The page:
Furthermore, the simplicity and quality of your product must be consistent across both free and paid offerings. Many freemium companies fail because they provide a free “gimmicky” product that provides little value with the hope that users will convert to the paid version. In reality, offering users a sub-par product makes them less (not more) likely to become paying customers, defeating the purpose of having a freemium model in the first place. The best freemium companies provide real value to both free users and paid customers and spend the majority of their time making their free product even better.

You can’t attract free users or paid customers unless you build a great product. Once you’ve designed and built a world-class product, it’s time to get to know your customer and understand whether freemium is right for them.

2) Know Your Customer: Is Freemium Right for Them?

Freemium, like subscription, perpetual license, or service-based pricing models, is just a tool among many that helps your customers buy your product. Your first job is to understand your customers’ pain and build a product to solve it. Once you’ve done that, you can start asking questions about how they want to buy your product and figure out if freemium is the right way to go.

Here are a couple of questions to answer when deciding if freemium will be attractive to your customers:

How complex is your product? If you’re in a market where your customers are asking for pilots, RFPs, RFIs, or other strange acronyms, there’s a good chance that your product is too complex for freemium. For freemium models to work, your customers need to be able to understand and use your product quickly without long integration periods. If your customers expect hands-on training or support from the start, freemium probably isn’t the right model.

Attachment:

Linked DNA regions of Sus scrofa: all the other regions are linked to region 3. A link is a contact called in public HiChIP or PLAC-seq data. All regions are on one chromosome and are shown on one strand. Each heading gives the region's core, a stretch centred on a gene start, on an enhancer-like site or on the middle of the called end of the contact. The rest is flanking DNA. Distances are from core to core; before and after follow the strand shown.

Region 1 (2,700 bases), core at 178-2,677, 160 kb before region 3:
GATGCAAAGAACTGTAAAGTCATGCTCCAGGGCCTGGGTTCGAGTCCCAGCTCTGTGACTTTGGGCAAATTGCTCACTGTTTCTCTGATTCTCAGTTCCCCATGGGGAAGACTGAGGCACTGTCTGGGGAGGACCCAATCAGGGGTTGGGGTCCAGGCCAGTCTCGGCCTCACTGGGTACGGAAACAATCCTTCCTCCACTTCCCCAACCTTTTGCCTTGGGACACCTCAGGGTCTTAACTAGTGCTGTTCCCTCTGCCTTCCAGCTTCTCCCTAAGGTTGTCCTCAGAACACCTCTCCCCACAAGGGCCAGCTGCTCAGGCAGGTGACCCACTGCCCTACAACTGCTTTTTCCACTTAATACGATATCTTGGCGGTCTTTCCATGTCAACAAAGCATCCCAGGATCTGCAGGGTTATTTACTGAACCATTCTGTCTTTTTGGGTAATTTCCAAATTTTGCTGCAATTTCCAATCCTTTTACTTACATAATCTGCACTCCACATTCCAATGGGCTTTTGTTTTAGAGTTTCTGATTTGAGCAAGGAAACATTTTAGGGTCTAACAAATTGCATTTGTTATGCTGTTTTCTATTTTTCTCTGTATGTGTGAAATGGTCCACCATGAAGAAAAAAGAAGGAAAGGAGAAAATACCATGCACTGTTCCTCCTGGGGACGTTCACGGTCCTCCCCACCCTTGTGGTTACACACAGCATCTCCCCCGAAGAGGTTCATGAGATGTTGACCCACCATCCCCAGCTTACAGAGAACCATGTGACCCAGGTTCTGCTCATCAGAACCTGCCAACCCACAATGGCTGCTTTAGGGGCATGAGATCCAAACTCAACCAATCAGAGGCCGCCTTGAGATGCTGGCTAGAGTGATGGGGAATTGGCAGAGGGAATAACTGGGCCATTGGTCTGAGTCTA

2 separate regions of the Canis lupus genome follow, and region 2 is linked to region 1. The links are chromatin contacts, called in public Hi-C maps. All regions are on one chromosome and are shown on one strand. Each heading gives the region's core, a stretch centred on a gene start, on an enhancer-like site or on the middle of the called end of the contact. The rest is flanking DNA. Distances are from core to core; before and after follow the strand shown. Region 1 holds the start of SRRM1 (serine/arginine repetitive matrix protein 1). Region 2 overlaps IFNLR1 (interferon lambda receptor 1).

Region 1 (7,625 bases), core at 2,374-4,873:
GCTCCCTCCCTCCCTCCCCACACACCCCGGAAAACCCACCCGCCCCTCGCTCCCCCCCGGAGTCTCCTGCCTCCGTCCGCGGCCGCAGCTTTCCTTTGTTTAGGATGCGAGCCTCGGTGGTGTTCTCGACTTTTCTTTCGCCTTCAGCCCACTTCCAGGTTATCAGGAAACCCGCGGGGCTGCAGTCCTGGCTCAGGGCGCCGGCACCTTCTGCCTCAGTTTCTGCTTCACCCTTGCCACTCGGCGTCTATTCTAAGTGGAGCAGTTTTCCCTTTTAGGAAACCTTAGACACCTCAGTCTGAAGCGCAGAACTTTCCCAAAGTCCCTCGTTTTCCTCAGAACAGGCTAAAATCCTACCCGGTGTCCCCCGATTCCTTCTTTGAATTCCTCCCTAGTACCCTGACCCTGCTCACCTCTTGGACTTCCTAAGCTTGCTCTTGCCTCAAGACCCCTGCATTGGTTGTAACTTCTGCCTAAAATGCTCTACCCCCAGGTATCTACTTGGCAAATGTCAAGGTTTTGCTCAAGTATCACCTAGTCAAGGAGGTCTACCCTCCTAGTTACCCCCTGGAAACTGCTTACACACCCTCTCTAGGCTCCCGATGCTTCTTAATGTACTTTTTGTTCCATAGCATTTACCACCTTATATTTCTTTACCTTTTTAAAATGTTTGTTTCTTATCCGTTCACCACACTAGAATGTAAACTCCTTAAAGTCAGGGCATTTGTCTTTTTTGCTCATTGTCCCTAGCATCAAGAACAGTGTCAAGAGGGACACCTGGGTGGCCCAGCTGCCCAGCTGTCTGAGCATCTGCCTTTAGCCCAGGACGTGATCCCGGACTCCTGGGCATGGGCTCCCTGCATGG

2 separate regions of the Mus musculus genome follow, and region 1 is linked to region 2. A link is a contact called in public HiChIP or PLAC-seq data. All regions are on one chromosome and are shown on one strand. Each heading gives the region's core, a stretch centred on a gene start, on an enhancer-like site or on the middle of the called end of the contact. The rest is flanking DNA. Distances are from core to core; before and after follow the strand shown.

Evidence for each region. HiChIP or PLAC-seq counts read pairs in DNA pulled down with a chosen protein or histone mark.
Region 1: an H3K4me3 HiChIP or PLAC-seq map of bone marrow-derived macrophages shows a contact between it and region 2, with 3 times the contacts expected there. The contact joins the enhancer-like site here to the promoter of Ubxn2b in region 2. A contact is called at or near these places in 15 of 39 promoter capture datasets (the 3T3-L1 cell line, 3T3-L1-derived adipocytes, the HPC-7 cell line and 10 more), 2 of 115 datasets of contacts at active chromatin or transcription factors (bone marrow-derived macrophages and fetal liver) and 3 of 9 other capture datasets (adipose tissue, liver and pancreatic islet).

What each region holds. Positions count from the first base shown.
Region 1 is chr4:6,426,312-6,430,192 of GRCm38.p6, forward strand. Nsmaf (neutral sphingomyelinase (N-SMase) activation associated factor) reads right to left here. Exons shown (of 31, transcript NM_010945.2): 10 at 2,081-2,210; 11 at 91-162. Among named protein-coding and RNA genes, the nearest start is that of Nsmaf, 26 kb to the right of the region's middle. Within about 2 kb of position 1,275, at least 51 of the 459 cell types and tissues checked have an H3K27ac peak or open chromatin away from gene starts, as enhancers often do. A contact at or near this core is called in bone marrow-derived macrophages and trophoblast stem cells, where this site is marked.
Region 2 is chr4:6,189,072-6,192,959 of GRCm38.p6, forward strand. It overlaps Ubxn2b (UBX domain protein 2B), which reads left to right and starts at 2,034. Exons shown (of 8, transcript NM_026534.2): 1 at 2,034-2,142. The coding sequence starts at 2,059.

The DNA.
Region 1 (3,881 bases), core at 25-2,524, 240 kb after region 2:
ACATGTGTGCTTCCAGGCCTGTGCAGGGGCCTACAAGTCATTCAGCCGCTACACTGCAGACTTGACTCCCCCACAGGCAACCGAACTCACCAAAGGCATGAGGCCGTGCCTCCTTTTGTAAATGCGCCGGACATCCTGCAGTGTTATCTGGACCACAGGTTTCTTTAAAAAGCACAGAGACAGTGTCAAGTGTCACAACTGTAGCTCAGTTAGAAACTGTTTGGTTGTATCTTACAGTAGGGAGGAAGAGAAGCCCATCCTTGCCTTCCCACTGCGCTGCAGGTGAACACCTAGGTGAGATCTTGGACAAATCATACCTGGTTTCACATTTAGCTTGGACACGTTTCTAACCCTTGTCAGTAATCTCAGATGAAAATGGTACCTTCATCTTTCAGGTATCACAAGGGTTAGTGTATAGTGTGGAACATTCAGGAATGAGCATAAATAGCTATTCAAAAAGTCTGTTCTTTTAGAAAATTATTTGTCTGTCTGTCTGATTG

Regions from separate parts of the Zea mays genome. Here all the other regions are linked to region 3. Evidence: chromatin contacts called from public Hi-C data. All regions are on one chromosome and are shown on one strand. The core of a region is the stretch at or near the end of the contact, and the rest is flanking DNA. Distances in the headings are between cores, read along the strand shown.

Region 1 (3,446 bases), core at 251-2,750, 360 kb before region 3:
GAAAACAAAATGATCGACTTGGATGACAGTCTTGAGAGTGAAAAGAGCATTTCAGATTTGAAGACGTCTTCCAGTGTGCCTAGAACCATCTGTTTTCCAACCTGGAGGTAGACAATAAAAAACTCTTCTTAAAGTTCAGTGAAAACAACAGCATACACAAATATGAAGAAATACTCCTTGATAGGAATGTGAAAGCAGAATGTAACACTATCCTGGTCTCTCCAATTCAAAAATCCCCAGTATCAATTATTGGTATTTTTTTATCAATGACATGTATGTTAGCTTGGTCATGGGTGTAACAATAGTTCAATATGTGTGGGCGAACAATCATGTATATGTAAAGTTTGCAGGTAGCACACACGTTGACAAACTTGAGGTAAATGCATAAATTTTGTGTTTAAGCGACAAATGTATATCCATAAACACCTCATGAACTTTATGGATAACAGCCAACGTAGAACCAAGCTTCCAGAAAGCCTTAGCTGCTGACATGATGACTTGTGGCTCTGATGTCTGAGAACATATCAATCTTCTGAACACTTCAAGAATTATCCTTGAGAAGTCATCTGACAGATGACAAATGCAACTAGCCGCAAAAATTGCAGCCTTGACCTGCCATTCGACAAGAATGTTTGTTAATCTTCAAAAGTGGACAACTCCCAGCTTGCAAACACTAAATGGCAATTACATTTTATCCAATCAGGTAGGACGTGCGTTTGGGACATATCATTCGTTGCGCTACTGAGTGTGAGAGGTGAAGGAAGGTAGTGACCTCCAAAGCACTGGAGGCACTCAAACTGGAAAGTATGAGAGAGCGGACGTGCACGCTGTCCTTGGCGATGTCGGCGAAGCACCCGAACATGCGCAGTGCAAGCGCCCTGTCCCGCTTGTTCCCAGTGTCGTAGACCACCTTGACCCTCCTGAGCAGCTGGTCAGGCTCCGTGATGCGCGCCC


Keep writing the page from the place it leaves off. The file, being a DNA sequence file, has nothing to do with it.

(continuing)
Are your customers attracted by free? What would you say if a stranger offered you free babysitting? How about if you saw a dirty sofa on the street corner for free? Chances are you say no to lots of free things every day because you’ve learned that free is never really free. Sometimes things are so mission critical (e.g. babysitting, Lasik surgery, etc.) that you actually prefer to pay for them. Other times, the cost in time and/or effort of using a free product is too high to outweigh the benefits.

Once you’re convinced that freemium makes sense for your customers, it’s time to understand the value of free users and decide if freemium makes sense for your business.

3) Understand The Value Of Free Users: Is Freemium Right For You?

Free users are only worthwhile if they provide value to your business. Often the most alluring (but dangerous) aspect of freemium is the relative ease of acquiring free users. What entrepreneur doesn’t want to see 100K, 1 million, or 100 million people around the world using her product? But if these users don’t ever lead to paid customers (directly or indirectly), they can become an expensive burden that slowly bankrupts a company. For your freemium model to work, free users must fit into one of the two categories below: